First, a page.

United States Seeks Mexico's Review of Alleged Denial of Workers’ Rights at Servicios Industriales González, S.A. de C.V.

April 01, 2024

For the third time in 2024, and twenty-first time overall, the United States has sought Mexico’s review under the USMCA’s Rapid Response Labor Mechanism.

WASHINGTON – United States Trade Representative Katherine Tai announced today that the United States has asked Mexico to review whether workers at the Servicios Industriales González, S.A. de C.V. facility, which specializes in fabricating steel components, are being denied the right to freedom of association and collective bargaining.  The United States has suspended liquidation on unliquidated entries of goods from the facility.  The request, which was made in response to a petition, marks the twenty-first time the United States has formally invoked the Rapid Response Labor Mechanism (RRM) in the United States-Mexico-Canada Agreement (USMCA).
“Today’s action reflects the United States’ unwavering commitment to ensuring every worker has the right to freely associate with the union of their choice, guaranteeing their voices are heard, and requiring that their rights are protected,” said Ambassador Katherine Tai. “We look forward to working closely with the Government of Mexico to resolve the issues present in this RRM matter.”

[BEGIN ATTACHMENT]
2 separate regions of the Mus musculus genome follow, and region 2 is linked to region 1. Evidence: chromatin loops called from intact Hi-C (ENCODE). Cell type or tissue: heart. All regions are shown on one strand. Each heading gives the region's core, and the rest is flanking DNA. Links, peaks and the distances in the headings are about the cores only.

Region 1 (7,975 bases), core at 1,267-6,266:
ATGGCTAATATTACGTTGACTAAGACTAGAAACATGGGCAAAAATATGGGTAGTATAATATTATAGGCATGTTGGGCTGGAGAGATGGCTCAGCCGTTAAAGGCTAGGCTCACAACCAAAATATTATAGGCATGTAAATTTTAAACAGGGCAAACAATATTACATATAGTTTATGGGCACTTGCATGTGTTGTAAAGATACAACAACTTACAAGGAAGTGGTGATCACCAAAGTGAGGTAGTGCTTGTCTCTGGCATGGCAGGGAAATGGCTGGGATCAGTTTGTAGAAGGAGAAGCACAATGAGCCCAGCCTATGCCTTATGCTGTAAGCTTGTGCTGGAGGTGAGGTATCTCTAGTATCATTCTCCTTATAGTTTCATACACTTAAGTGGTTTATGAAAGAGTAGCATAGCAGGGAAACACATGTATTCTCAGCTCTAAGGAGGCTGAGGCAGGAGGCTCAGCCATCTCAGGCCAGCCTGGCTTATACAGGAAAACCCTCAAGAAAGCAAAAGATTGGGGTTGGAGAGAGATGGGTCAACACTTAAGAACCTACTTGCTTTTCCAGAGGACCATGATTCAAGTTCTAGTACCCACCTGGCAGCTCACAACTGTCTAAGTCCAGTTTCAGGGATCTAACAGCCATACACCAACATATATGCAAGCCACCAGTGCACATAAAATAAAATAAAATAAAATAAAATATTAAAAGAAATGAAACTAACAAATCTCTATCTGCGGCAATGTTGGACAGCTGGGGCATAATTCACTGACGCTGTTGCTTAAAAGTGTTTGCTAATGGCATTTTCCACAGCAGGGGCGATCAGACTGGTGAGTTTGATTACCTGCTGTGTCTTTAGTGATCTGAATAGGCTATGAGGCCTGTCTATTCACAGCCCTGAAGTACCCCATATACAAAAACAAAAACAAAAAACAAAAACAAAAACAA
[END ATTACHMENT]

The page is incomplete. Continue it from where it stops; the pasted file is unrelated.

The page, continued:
"The right to form and join the union of their choice without fear of reprisals is a bedrock principle of worker’s freedom of association,” said Deputy Undersecretary for International Affairs Thea Lee. “We look forward to continuing our close collaboration with the government of Mexico in addressing this matter.”

The United States Trade Representative and the Secretary of Labor co-chair the Interagency Labor Committee for Monitoring and Enforcement (ILC).  On February 29, 2024, the Sindicato Nacional de Trabajadores del Ramo de Transporte en General, La Construcción y sus Servicios (SNTTYC), an independent union, filed a Rapid Response Mechanism (RRM) petition alleging a denial of rights at Servicios Industriales González, S.A. de C.V. (SIG) in the State of Nuevo Leon, Mexico.
The petition alleged that SIG dismissed workers in retaliation for undertaking union organizing activity, interfered in union affairs, and provided preferential access to its facility to its preferred union to the detriment of other labor organizations. The ILC reviews RRM petitions that it receives, and the accompanying information, within 30 days.
The ILC determined that there is sufficient, credible evidence of a denial of rights enabling the good faith invocation of enforcement mechanisms.  As a result, the United States Trade Representative has submitted a request to Mexico that Mexico review whether workers at SIG are being denied the right to freedom of association and collective bargaining.  Mexico has 10 days to agree to conduct a review and, if it agrees, 45 days from today to complete the review.
A copy of the request for review can be found here.
A copy of the letter to the Secretary of the Treasury can be found here.
Information about previous requests can be found here.